Academic journal article Family Relations

Do Socialization Goals Explain Differences in Parental Control between Black and White Parents?

Academic journal article Family Relations

Do Socialization Goals Explain Differences in Parental Control between Black and White Parents?

Article excerpt

African American and White parents differ in their use of parental control strategies. This study examined the degree to which these differences are related to socialization goals or socioeconomic factors. Using a sample of 320 parents, the authors found that socialization goals for child independence, cultural connection and respect for elders (i.e., cultural-filial piety), and financial success explained most of the ethnic differences in parental strictness. Ethnic differences in autonomy granting were more related to economic factors. It was concluded that African American parents scoring higher on measures of strictness than White parents is related to having different socialization goals and cultural beliefs about child obedience and respect for elders. However, African American parents seem to provide less autonomy than White parents, perhaps due to sociocontextual factors such as greater neighborhood dangers.

Key Words: ethnicity and cross-cultural issues, parenting, parental social cognitions

Adolescence is the developmental period during which children seek connectedness with and autonomy from their families and develop a sense of individuation (Steinberg & Morris, 2001). As adolescents spend time outside of the home and away from parental supervision, parents must establish a new balance of how much decision-making opportunities they grant to their adolescents and the extent to which they should control what their adolescents are allowed to do. Parents' ability to establish appropriate levels of parental control to meet their adolescents' needs can influence a variety of social, behavioral, and academic developmental outcomes (Dixon, Graber, & BrooksGunn, 2008; Goldstein, Davis-Kean, & Eccles, 2005; Mandara, Varner, Greene, & Richman, 2009; Steinberg & Morris, 2001).

The goal of this study was to examine the cultural and economic factors related to ethnic differences in parental control. Researchers have long been interested in identifying predictors of parental control, as studies have found that parental control varies by ethnicity, particularly between White and African American parents. Among low-income, mixed-income, and nationally representative samples of White and African American families, studies have found that in comparison to Whites, African American parents are less likely to grant their adolescents autonomy in decision making (Bulcroft, Carmody, & Bulcroft, 1996; Goldstein et al., 2005) and tend to be more controlling of their adolescents' behavior (Dearing, 2004; Dixon et al., 2008). For example, with a low-income sample of preadolescent girls, Dixon et al. (2008) found that African Americans and Whites were more restrictive in their parenting, even when controlling for parent education, age, and marital status. Research also shows that differences in parental control can help account for some of the disparities in developmental outcomes between White and African American adolescents (Mandara et al., 2009), and therefore it is necessary to examine the factors related to why Whites and African Americans exhibit different levels of parental control.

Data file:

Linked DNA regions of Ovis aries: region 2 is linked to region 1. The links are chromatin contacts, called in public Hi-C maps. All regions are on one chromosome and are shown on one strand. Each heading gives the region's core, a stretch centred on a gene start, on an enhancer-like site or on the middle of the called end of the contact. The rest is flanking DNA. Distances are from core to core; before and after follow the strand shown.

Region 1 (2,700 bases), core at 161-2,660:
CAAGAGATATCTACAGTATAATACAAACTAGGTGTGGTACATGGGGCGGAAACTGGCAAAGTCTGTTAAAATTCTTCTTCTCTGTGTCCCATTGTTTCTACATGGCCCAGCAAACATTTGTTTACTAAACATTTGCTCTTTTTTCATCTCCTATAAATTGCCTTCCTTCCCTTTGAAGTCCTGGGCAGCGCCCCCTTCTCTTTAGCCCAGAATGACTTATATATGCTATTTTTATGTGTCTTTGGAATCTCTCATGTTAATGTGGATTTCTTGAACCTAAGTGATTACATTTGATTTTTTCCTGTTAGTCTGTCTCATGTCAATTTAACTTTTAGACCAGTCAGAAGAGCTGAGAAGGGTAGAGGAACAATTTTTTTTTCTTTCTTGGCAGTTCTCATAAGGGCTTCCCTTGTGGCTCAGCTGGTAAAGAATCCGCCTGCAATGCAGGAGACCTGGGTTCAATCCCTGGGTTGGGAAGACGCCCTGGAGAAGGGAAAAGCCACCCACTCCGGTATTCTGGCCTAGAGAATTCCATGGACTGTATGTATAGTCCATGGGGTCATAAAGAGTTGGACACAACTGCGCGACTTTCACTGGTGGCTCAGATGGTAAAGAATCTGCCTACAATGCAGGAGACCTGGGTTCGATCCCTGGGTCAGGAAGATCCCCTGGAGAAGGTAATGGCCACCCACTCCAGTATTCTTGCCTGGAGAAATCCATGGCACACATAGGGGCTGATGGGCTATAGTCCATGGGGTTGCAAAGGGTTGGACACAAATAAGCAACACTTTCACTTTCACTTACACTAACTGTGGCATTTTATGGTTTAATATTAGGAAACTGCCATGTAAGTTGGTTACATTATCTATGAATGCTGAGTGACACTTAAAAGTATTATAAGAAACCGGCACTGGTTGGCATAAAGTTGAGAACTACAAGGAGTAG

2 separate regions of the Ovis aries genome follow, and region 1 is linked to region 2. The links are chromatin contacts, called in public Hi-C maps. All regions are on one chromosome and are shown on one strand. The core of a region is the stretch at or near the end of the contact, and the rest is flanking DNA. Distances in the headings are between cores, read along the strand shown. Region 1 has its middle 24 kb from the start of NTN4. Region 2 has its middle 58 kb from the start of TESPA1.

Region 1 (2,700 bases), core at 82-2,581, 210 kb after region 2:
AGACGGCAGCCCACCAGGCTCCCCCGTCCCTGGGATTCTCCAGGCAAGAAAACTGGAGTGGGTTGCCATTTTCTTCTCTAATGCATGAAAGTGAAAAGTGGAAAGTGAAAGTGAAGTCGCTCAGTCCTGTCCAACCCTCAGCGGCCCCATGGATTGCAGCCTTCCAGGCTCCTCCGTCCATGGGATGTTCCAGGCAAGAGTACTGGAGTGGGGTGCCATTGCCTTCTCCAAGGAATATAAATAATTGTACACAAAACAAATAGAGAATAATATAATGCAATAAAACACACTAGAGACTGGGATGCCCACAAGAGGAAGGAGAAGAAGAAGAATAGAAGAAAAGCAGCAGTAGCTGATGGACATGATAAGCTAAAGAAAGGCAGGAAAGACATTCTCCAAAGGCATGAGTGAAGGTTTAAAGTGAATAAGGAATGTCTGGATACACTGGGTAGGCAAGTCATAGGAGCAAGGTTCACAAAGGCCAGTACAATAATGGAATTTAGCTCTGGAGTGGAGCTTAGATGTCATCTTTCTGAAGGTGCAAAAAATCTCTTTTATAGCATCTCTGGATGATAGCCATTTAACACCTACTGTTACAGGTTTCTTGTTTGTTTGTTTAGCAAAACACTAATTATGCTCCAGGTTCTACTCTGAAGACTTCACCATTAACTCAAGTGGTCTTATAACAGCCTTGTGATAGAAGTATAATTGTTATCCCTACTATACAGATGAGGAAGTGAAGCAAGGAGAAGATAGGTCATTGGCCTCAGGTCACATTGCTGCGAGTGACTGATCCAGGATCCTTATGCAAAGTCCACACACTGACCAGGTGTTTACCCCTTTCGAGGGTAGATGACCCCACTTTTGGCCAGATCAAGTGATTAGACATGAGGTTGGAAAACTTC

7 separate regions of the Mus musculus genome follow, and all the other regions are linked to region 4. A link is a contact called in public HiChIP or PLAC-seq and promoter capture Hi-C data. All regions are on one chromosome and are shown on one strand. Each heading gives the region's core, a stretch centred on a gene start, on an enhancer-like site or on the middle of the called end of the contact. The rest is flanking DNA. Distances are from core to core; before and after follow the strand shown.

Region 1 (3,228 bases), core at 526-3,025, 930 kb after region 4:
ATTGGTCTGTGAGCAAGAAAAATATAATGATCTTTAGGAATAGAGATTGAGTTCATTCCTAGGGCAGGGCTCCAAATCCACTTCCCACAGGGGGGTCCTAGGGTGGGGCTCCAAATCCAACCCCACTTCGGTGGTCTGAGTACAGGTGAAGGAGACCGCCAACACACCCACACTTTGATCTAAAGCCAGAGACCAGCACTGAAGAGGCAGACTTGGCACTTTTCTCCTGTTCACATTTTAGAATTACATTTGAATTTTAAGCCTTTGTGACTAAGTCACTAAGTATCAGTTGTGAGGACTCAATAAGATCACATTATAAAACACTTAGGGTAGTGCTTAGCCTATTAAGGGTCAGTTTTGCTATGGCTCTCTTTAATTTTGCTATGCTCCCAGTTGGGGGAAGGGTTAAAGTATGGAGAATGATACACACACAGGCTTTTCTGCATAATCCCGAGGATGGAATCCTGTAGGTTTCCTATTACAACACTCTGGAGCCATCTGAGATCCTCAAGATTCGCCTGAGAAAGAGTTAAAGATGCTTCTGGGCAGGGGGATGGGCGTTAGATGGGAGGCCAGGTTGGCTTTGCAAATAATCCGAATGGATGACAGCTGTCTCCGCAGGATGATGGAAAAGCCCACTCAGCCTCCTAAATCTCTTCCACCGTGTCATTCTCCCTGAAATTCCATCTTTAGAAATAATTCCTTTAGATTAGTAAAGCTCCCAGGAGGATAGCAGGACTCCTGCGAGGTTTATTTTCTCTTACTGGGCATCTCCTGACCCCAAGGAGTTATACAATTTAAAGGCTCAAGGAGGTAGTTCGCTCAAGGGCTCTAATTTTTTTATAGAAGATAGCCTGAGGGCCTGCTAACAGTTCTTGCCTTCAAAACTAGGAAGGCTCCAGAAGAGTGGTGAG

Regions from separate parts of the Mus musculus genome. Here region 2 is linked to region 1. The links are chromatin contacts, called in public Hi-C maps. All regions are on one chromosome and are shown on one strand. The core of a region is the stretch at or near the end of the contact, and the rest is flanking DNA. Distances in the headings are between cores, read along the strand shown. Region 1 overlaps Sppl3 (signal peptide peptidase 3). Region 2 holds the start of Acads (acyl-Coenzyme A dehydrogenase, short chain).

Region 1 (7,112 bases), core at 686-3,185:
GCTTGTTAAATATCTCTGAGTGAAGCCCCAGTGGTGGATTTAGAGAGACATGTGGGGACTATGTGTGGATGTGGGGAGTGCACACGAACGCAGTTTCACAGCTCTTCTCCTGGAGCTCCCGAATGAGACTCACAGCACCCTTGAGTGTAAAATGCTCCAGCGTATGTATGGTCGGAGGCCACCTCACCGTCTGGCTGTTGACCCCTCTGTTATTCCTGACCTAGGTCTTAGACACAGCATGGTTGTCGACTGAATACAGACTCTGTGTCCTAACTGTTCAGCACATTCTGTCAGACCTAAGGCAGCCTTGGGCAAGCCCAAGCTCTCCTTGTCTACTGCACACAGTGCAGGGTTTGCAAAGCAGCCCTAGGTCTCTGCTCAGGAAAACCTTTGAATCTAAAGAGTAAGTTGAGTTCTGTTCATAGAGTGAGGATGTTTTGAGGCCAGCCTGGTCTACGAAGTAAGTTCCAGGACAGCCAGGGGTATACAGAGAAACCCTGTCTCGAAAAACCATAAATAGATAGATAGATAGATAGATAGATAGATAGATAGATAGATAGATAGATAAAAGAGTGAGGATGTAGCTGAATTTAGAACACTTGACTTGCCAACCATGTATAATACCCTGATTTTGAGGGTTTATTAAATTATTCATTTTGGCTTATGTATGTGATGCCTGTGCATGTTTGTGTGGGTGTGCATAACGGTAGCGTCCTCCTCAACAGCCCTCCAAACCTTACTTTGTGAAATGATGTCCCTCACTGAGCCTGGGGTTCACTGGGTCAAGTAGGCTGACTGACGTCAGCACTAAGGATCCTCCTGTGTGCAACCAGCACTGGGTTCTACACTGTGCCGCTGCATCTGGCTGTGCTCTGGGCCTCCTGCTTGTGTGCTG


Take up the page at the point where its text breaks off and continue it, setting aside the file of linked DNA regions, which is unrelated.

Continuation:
Many researchers argue that socioeconomic factors explain these variations in parenting (Bradley, Corwyn, McAdoo, & Garcia Coll, 2001; Lamborn, Dornbusch, & Steinberg, 1996; Weis & Toolis, 2008). Because income (Chao & Kanatsu, 2008) and neighborhood characteristics (Pinderhughes, Nix, Foster & Jones, 2001) are related to levels of parental control, accounting for ethnic differences in these factors would mediate ethnic parenting differences. Other studies have adopted a cultural framework. These studies suggest that African Americans tend to have interdependent socialization goals whereas Whites have more independence-oriented goals, thus explaining their different levels of parental control (Kagitçibasi, 2005; Suizzo, Robinson, & Pahlke, 2008; Tamis-LeMonda et al., 2007).

However, there have been few attempts to disentangle socioeconomic and cultural factors to explain parenting differences (Chaudhuri, Easterbrooks, & Davis, 2009; Suizzo et al. …

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